Thursday, September 27, 2012

Commentary on Romans 7 by Andrew Wommack

In Romans 7 Paul was expounding the impossibility of serving God in our own power, whether lost or saved. The flesh is unwilling and unable to fulfill the Law of God, and if we as Christians try to fulfill the righteousness of the Law through our own will power, we will fail just the same as unregenerate people would. Paul was describing the futility of trying to obtain favor with God through our own goodness whether Christian or non-Christian.

Paul only used the term "spirit" once in Ro 7 (Ro 7:6), a chapter that described the hopelessness of people to ever keep the righteousness of the Law in their own strength. In contrast, the word "spirit" (or "Spirit") is used twenty-one times in Ro 8, a chapter that gives the answer to the hopelessness of Ro 7.

In these verses of Ro 7, Paul was not describing warfare that wages between the new man and the old man. He was contrasting the complete inability of people to save themselves because of their corrupted flesh versus the life-transforming power of Christ described in Ro 8.

The Apostle Paul was not living a life of constant failure where the good that he wanted to do, he was unable to accomplish, but the evil that he didn't want to do, he did. He wasn't living that kind of life because it was no longer him living, but Christ living in him (Ga 2:20). Christ in Paul was manifesting holiness in Paul's life that was second to none.

However, if Paul had abandoned his dependency upon Christ and had started trying to live the Christian life out of his own resources, then the condition described in Ro 7:15-24 would have been his experience.

Our flesh has been corrupted through sin, and though we can renew our minds through God's Word (Ro 12:2), we can never elevate our flesh to a place where it can fulfill the Law of God. Hence, the good news of Ro 8 that what the Law couldn't do, because of the weakness of our flesh (Ro 8:3), God did for us, and all we have to do is receive by faith.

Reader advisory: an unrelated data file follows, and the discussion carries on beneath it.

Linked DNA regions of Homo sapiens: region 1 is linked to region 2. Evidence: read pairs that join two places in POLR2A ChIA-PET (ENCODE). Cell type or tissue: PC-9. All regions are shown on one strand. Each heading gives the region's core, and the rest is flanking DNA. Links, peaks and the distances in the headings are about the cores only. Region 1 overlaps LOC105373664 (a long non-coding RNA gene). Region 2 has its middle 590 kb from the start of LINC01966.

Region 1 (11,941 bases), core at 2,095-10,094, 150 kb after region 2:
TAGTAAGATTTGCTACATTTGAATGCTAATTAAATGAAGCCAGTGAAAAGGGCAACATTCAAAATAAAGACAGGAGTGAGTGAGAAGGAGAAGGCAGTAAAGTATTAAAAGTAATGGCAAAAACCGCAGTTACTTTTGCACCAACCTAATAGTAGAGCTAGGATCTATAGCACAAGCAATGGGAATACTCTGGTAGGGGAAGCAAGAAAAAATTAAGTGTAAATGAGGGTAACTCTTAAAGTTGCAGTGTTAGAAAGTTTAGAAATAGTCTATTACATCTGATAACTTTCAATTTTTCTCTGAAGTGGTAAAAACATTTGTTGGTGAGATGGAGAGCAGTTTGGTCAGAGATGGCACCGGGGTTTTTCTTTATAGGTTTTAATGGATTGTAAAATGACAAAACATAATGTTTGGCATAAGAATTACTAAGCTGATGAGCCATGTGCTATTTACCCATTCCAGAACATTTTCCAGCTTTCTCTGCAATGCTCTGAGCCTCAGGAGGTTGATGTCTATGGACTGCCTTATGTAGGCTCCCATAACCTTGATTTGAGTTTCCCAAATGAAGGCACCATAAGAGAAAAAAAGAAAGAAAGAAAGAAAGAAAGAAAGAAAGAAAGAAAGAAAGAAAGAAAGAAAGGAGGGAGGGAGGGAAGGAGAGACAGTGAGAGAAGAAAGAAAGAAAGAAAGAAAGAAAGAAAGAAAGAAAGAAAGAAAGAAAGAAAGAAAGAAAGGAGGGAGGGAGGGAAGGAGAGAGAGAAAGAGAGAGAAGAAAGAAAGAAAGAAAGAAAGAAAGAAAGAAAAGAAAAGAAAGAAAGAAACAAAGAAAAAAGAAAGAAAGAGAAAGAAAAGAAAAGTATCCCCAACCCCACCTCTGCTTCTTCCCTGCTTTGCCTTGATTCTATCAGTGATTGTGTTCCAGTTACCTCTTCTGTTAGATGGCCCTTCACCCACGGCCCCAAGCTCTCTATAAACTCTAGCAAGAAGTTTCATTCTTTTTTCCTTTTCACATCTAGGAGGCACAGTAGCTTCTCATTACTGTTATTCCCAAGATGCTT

"I know that in me (that is, in my flesh,) dwells no good thing" (Romans 7:18)
When Paul used this parenthetical phrase, "that is, in my flesh," he was specifying the natural (physical) part of his person. He was stating that in himself, apart from his born-again spirit, there was no good thing. He had to include this explanation, or his statement would not have been accurate, because in his spirit there was a good thing (Christ). Many times scripture speaks of "Christ in us." Paul clearly separates the flesh & the spirit in this scripture.

Paul says that "with the flesh he serves THE LAW OF SIN" in Romans 7:25 but in Romans 8:2 he says, "Christ Jesus MADE US FREE (past tense) FROM THE LAW OF SIN." To summarize all this, We are free to walk by the spirit but if we try to walk by the law we will be walking by the flesh. You can choose to serve the law of sin with your flesh (offer your members to the flesh) or you can choose to serve the law of the Spirit of life in Christ Jesus (offer your members to righteousness & put to death the deeds of the flesh).

Our old self WAS (past tense) crucified with Him (Ro 6:6)
The old self is dead and gone, but it left behind a body with attitudes and emotions that still influence us until we renew our minds. We are not dealing directly with the "old sin nature" but with its influence that is still being exerted through our unregenerate flesh. So the Christian life is a renewal of our minds to who we HAVE BECOME in Christ, not a hatred for who we are in our "old self."

Who shall deliver me from the body of this death? (Romans 7:24)
Paul didn't say, "Who shall deliver me from this death?" for the Christian has already been delivered from the death that is the wages of sin. He made special mention of the body of this death. The terminology "the body of this death" corresponds to what Paul called "the body of sin" in Ro 6:6, "Our old self was crucified with Him, in order that our BODY of sin might be done away with". He was not speaking of the sin nature itself, for a Christian no longer has a sin nature, but he was rather speaking of the lingering influence of the sin nature that still exerts itself through the un-renewed mind. So death, or the "old man/self," is gone, but the body that it left behind (i.e., the thoughts, attitudes, and emotions) still poses a problem to us as Christians. How do we overcome this flesh? The answer is stated in Ro 7:25 (God through Jesus Christ our Lord) and then explained in Ro 8.

Taken from Some words are my own.

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